Service in war, peace, and a pandemic

By Douglas David Crockett
June 14, 2021

The COVID-19 pandemic is a powerful global wake-up call that offers us the unique opportunity to clarify what is most important. As a veteran of the U.S Army, a retired career public servant, and a returned Peace Corps Response Volunteer, it has helped me clarify the importance service has played in my own life.

This story begins in 1968, when I was living and working in Israel through an Experiment in International Living (EIL) summer college exchange program. Until then, I’d only lived in North Dakota. I was a Presbyterian from a farming family, and being in Israel, discovering the world outside of those perimeters, blew my mind. I fell in love both with the experience and with another participant, Jackie Roberts, who shared my interest in cross-cultural experiences bigger than simply traveling as a tourist.

Douglas Crockett at boot camp
Douglas David Crockett at boot camp at Fort Lewis, Washington, near Seattle.

I graduated college in 1969. Like many of my generation, I had been inspired by former President John F. Kennedy’s advice, “Ask not what your country can do for you—ask what you can do for your country.” I applied for the Peace Corps, was accepted, and was offered an assignment in the Ivory Coast. But the Vietnam War raged, and I soon discovered that my local Selective Service Board had the power to draft me into the Army.

Adjusting to military service was challenging—perhaps one of the most challenging periods of my life. But it held a silver lining; it helped me clarify my personal values. A simple black-and-white perspective no longer fit with the shades of grey I encountered in more complex situations, people, and decisions. Military service forced me to begin making choices more compatible with my own values—ones that didn’t always conform to those of my family or peers.

At the Fort Bliss Defense Language Institute in Texas, for example, native speakers taught me Vietnamese, which provided a unique cultural experience and increased my commitment to be an active citizen in both at home and in the world. My new language skills were sharp, and I was assigned to be an interrogator.

Defense Language Institute roommates at Fort Bliss near El Paso, Texas
Crockett and his Defense Language Institute roommates at Fort Bliss near El Paso, Texas.

My opposition to the war was growing, though, and those feelings, coupled with the knowledge that a military intelligence job may prohibit any future in the Peace Corps or the foreign service, gave me pause. Instead, I applied for conscientious objector status, and I was reassigned to work as a finance clerk at Fort Bragg, North Carolina, for my final year of military service.

That geographic fork in the road allowed me to continue seeing Jackie while she finished college in Tennessee. After my military discharge in 1971, Jackie and I married, spent a year teaching, and then explored South America — including a visit to a friend in Brazil who was finishing his three-year Peace Corps assignment.

The military, of course, gave me the benefit of the GI Bill. The bill helped me apprentice as a carpenter, buy our first house, and then complete a Master of Business Administration (MBA) degree with an energy management specialization. All of these ended up contributing to a public service career that lasted more than 30 years. My experience as an energy manager in Arizona for the Tucson Unified School District and for the City of Tucson prepared me for my recent Peace Corps Response assignment in Mexico—a rare “do-over” opportunity and post-retirement adventure that my whole family supported.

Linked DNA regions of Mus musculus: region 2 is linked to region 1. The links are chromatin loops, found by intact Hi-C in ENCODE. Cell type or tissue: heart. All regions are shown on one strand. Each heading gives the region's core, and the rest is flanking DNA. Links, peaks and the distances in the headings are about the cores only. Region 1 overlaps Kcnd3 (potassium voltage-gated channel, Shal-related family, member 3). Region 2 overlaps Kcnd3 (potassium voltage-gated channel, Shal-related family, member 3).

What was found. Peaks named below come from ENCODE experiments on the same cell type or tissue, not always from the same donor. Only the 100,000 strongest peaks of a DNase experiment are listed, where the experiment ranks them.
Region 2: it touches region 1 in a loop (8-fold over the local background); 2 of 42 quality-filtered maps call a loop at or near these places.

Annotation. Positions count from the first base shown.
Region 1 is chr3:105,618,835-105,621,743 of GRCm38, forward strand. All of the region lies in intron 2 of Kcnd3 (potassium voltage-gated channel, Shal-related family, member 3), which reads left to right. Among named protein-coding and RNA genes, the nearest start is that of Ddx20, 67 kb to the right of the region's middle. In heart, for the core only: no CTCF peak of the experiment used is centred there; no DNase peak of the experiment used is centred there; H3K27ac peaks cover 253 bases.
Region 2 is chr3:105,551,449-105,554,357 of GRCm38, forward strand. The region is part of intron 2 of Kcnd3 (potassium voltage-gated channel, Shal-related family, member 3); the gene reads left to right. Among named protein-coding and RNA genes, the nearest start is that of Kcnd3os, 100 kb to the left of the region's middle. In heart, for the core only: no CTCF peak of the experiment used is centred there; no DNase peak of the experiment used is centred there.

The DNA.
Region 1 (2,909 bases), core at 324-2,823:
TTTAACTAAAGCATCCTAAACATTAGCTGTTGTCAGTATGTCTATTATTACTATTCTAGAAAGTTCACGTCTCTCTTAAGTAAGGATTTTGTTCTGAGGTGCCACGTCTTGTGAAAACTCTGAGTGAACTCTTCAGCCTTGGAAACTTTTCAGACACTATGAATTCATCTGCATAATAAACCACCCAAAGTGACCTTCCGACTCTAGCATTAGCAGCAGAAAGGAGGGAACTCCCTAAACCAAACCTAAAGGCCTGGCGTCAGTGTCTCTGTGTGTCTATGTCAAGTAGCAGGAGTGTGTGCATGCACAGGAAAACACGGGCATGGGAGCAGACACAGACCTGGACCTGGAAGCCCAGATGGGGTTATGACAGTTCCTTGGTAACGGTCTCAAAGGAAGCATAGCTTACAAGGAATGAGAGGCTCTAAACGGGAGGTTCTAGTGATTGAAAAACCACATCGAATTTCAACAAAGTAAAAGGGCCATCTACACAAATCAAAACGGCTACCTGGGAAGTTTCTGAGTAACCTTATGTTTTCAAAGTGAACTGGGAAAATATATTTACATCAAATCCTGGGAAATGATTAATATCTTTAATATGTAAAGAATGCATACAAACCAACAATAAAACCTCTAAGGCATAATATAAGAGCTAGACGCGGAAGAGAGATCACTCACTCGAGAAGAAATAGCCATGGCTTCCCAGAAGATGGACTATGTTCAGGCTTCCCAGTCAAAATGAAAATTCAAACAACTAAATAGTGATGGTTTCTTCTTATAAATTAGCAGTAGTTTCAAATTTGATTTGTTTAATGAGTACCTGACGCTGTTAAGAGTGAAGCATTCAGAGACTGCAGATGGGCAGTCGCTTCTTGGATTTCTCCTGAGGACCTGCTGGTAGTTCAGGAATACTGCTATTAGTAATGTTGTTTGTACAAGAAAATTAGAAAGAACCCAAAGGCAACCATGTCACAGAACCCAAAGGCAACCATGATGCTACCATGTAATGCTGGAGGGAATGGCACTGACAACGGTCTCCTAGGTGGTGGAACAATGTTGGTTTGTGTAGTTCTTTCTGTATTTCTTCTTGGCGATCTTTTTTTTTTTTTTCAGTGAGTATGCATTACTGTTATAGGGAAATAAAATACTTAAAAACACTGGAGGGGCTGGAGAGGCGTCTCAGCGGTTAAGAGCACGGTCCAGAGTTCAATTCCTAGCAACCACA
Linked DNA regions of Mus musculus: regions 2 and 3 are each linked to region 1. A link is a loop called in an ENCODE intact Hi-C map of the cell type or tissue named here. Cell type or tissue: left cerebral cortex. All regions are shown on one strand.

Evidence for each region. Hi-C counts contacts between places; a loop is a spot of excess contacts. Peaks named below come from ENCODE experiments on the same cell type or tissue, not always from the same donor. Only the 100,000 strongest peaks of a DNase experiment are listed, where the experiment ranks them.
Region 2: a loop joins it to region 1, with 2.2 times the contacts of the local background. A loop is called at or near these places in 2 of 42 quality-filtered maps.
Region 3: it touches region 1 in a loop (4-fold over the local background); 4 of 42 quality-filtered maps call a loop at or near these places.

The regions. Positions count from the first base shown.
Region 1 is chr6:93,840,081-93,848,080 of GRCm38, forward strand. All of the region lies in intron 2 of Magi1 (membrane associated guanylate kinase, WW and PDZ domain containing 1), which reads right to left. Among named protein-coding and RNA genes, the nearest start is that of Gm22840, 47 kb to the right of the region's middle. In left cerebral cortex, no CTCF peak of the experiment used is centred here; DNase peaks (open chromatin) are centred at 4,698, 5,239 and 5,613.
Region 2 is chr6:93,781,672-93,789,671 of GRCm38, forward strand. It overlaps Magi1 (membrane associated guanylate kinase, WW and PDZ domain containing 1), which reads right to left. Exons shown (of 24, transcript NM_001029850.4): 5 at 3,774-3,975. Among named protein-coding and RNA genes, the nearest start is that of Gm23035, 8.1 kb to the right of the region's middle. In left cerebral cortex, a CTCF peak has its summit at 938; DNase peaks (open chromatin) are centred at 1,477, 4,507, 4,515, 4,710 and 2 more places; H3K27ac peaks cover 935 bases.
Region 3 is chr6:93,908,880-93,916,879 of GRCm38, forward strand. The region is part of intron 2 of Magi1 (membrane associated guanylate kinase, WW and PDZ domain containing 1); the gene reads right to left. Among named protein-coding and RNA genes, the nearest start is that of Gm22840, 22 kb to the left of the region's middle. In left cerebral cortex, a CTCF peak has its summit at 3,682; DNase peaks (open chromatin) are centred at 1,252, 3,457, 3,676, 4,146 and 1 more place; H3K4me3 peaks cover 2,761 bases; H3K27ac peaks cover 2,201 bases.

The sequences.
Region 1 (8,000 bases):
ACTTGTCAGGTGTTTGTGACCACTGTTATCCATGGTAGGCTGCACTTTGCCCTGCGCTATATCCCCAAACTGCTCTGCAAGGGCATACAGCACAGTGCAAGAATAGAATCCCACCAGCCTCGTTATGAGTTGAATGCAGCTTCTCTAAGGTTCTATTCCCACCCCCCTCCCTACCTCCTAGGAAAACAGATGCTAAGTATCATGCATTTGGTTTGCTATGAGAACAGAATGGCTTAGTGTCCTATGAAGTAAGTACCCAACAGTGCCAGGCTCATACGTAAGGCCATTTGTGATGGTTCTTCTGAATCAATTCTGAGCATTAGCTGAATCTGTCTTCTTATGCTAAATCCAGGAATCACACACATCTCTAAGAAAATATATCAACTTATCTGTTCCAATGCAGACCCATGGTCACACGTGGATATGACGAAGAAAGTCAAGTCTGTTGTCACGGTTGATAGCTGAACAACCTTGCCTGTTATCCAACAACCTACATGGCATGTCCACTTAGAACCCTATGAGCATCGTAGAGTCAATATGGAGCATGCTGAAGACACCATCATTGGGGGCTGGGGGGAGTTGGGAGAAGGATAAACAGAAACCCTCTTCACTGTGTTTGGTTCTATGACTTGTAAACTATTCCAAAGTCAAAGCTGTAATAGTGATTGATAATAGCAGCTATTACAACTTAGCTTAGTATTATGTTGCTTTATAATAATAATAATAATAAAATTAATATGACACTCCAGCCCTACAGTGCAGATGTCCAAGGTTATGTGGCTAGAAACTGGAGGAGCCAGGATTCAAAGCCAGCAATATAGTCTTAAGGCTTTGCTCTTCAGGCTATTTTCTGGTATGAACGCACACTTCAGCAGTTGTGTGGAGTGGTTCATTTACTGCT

Visit with INAOE colleagues to the TTU National Wind Institute in Lubbock, Texas.
Crockett, bottom right, visits with INAOE colleagues at the TTU National Wind Institute in Lubbock, Texas.

As an energy markets specialist at the National Institute of Astrophysics, Optics & Electronics (INAOE), I worked with several top Mexican computer scientists applying artificial intelligence to efficiently operate energy microgrids. We also took a research trip to the U.S., where we joined the Consortium for North American Higher Education Collaboration (CONAHEC), and initiated a student exchange with Texas Tech University.

The cross-border collaboration continued after my Peace Corps Response service ended. Colleagues from INAOE and the University of Arizona helped present a plenary session called “Building Better Bridges” at the 2019 Annual CONAHEC Conference in Las Cruces, New Mexico.

INAOE & UA presenters at the CONAHEC Conference
Doug, left, and INAOE and University of Arizona presenters at the 2019 CONAHEC Conference.

So, where does the pandemic fit into my life story of service? Working with international colleagues, making new Mexican friends, and living with an extended family in Mexico reduced my fears of isolation this pandemic has brought to many of us. Although my own parents died, I still have adopted Mexican parents to talk with regularly. I have deep, personal connections far outside my genetic family and my current home.

I am grateful for the reminder that human bonds transcend lockdowns and quarantines. I’m also grateful for discovering the benefits of yoga and bicycling during my military service, both of which help me stay healthy and resilient throughout my adult life, including through my Peace Corps Response service. Service to others, I think, is an antidote to challenge — personal and global. My life is evidence of that.

Finally, I recommend a recent report by the National Commission on Military, National and Public Service, which was initiated by the late Arizona Senator John McCain. The extensive research and conclusions detail how we can encourage and support more service in this country. It worked for me and can offer many others practical hope for our interconnected future.

Douglas David Crockett

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